In general, China’s engagement with Africa is a win-win scenario for both sides as alluded at the latest concluded Forum for China Africa Cooperation (FOCAC) that was held from 3-4 September 2018 in Beijing, China. So it would make sense to be more forthcoming with information. Still, there is some available information on and research into China’s trade, investment, and migration visà- vis Africa to draw some tentative conclusions and to make some recommendations for African countries and China.
Put in general terms, the paper is concerned with assessing the effects of China FDI in SSA by looking at size and sectors of Chinese investment in Sub-Saharan Africa with specific mention of countries such as South Africa (SA), Kenya, Nigeria and Ethiopia from the period 2000 to 2019. By doing so, the characteristic features of Chinese FDI in Africa will be examined.

While China’s deepening engagement with Africa has largely been associated with better economic performance, its involvement is not without controversy.
This is particularly true, as typical headlines portray an exploitive relationship: “Into Africa: China’s Wild Rush”; “China in Africa: Investment or Exploitation?”, and some authors warns against ‘new colonialism’ in Africa.” The surge in Chinese involvement is relatively recent, so one simple objective is to marshal evidence about the scale of China’s trade, investment.
China’s economic engagement with Africa is a complex issue with numerous facets. It is usually difficult to find good and comprehensive data on low-income countries, and much of Africa is low-income. This general problem is compounded by a tendency toward non-transparency on the part of the Chinese government and China’s state-owned enterprises (SOEs).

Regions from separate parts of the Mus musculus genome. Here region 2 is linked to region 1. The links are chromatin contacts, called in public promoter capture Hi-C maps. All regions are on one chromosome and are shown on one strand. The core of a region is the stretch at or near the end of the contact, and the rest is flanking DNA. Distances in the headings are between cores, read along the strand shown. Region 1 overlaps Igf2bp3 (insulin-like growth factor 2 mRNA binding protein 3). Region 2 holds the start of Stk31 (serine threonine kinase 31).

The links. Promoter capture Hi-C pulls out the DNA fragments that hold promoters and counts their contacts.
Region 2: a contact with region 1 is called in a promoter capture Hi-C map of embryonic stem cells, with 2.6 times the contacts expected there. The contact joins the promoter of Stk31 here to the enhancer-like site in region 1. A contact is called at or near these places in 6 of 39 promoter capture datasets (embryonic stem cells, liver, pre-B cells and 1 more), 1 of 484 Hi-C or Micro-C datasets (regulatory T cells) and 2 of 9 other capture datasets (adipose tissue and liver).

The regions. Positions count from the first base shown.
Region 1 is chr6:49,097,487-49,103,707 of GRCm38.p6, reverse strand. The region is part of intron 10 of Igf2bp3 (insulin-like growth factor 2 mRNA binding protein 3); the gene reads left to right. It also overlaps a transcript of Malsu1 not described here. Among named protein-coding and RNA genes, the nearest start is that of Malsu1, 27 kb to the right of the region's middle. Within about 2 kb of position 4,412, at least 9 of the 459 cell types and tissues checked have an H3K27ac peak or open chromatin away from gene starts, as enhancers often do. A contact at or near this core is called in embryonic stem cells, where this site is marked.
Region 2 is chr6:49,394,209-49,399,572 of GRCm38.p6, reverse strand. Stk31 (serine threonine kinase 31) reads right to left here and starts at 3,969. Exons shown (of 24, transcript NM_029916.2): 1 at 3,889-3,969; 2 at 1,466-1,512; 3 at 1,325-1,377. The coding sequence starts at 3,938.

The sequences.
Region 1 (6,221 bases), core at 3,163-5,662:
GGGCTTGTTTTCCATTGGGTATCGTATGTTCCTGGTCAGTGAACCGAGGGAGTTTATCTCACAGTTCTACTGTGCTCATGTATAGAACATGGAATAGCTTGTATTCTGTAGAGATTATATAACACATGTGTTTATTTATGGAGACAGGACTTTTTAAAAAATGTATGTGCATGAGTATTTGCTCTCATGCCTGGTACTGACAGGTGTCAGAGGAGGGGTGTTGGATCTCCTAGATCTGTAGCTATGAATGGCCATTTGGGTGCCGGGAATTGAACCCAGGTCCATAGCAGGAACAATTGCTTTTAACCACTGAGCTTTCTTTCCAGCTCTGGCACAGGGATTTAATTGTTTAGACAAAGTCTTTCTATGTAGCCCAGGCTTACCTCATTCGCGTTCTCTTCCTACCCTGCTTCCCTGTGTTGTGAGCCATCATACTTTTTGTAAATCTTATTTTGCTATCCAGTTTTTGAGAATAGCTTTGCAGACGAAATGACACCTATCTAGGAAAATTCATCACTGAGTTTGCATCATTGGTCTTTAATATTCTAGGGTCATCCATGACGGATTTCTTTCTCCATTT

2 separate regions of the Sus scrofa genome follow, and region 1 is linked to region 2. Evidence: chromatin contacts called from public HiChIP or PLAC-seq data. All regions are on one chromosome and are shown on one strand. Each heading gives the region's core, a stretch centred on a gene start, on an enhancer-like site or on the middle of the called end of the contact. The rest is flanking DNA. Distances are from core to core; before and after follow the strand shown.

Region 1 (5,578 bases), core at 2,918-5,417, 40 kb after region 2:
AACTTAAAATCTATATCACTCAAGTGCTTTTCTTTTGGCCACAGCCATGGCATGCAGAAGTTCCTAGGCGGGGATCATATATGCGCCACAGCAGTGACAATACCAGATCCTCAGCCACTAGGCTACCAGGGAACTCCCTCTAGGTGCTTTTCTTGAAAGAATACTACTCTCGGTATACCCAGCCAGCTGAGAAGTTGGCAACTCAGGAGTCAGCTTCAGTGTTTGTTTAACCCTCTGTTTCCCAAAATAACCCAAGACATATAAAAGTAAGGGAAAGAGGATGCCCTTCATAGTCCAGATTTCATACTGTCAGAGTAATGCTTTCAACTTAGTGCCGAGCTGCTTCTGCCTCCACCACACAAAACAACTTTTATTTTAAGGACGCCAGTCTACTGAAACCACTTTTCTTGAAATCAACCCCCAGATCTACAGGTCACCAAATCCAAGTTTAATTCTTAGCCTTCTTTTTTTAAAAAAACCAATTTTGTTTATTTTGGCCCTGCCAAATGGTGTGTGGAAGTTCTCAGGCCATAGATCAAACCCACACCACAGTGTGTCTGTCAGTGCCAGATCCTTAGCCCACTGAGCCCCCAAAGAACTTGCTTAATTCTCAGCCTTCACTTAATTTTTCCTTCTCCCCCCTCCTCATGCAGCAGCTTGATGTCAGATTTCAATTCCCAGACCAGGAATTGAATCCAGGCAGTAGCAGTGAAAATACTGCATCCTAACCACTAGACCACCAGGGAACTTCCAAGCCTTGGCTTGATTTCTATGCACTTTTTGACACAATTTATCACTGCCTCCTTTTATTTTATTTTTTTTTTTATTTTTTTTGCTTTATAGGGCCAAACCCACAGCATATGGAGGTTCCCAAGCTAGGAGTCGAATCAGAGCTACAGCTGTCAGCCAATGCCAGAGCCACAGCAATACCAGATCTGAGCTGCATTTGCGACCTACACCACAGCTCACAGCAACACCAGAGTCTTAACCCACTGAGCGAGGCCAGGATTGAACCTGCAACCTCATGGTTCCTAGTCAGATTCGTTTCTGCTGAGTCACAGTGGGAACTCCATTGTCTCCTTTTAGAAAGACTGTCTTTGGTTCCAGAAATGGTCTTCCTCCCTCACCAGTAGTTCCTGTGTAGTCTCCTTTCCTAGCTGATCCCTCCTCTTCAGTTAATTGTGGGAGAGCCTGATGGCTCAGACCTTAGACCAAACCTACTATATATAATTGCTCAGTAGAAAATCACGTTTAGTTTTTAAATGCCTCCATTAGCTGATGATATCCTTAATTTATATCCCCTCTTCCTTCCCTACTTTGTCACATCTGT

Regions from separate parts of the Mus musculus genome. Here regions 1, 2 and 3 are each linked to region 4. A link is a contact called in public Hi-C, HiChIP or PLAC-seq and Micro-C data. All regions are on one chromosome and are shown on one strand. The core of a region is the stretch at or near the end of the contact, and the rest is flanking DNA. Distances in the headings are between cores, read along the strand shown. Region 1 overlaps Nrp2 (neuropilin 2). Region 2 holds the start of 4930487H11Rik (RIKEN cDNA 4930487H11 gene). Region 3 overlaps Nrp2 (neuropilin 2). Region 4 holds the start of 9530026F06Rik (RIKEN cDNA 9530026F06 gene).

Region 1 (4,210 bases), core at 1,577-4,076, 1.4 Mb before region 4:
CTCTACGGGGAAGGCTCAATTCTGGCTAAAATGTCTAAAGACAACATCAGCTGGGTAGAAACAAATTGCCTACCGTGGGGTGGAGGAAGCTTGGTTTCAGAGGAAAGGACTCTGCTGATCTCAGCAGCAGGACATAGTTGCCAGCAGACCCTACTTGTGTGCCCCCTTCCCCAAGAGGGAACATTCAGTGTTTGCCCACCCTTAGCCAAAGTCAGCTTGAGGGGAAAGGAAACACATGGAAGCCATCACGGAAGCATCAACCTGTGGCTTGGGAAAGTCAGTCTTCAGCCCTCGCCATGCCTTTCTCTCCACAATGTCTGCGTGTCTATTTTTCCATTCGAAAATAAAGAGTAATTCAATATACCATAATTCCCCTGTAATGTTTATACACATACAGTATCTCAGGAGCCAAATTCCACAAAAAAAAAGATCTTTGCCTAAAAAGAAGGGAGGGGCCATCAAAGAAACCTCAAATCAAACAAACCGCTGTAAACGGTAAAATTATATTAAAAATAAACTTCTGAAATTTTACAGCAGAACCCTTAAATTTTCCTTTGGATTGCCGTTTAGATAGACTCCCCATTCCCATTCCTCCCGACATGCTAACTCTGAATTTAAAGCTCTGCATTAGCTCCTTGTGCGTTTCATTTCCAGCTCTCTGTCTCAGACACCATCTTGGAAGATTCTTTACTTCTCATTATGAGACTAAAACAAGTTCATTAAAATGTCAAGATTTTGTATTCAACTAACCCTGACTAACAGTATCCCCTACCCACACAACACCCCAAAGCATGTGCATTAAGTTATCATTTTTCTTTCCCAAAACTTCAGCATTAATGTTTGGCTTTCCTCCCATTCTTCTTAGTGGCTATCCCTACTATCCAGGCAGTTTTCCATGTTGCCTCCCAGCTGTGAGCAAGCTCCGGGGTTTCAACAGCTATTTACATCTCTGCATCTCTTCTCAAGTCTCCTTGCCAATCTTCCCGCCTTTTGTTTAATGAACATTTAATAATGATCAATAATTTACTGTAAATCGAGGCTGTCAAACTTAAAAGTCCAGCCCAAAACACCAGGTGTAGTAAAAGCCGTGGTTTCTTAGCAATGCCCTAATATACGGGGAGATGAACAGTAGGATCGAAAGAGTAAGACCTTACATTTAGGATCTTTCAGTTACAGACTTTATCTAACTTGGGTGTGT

Africa’s demographics are moving in the opposite direction. About half of Africa’s population is below the age of 20, which means the working-age population will surge over the next 20 years, and will probably continue growing until the middle of the century or later. Roughly speaking, Africa needs to create about 25 million jobs per year to employ its expanding workforce. Thirty years from now, it will need to create 30 million jobs per year. Africa’s demographics present both an opportunity and a challenge. It is unrealistic to expect the China-Africa economic relationship to change overnight. Nor would it be reasonable to expect large volumes of Chinese manufacturing to move to the continent in the near future. But if even small amounts of manufacturing shift, this could make a significant difference for African economies, which are starting out with an extremely low base of industrialization. And it is useful to have a long-term vision that an economic relationship that started out very much centred on natural resources should shift over time to a greater focus on human resources.
Specifically, the study draws some main conclusions, findings and recommendations. While findings are tentative given the weakness of some of the underlying data, it is still possible to make some fairly robust conclusions and recommendations for African countries and China, which most authors and organisations have been mostly critical of the deepening Africa-China relationship. Furthermore, whilst care has been taken in programming the analysis and presentation of data, abnormalities may occur because of the unavailability or difficulty in accessing data and information. Some investment project data and information are based on public information on company investment announcements and various websites. This general problem is multi-layered by a propensity toward non-transparency on the part of the Chinese government and China’s SOEs. In general, China’s engagement with Africa is a win-win scenario for both sides as it will be alluded in chapter one of this paper, so it would make sense to be more impending with information, however it is not the case with Chinese.

The first tentative conclusion relates to the scale of China’s activities in Africa. Based on the analysis and figures provided above, the tracker, which captures Chinese investment around the world from 2000-2018, reveals that plans for investment and construction by Chinese state-owned enterprises have stalled because of pressure overseas and at home. Key points to be noted are as follows: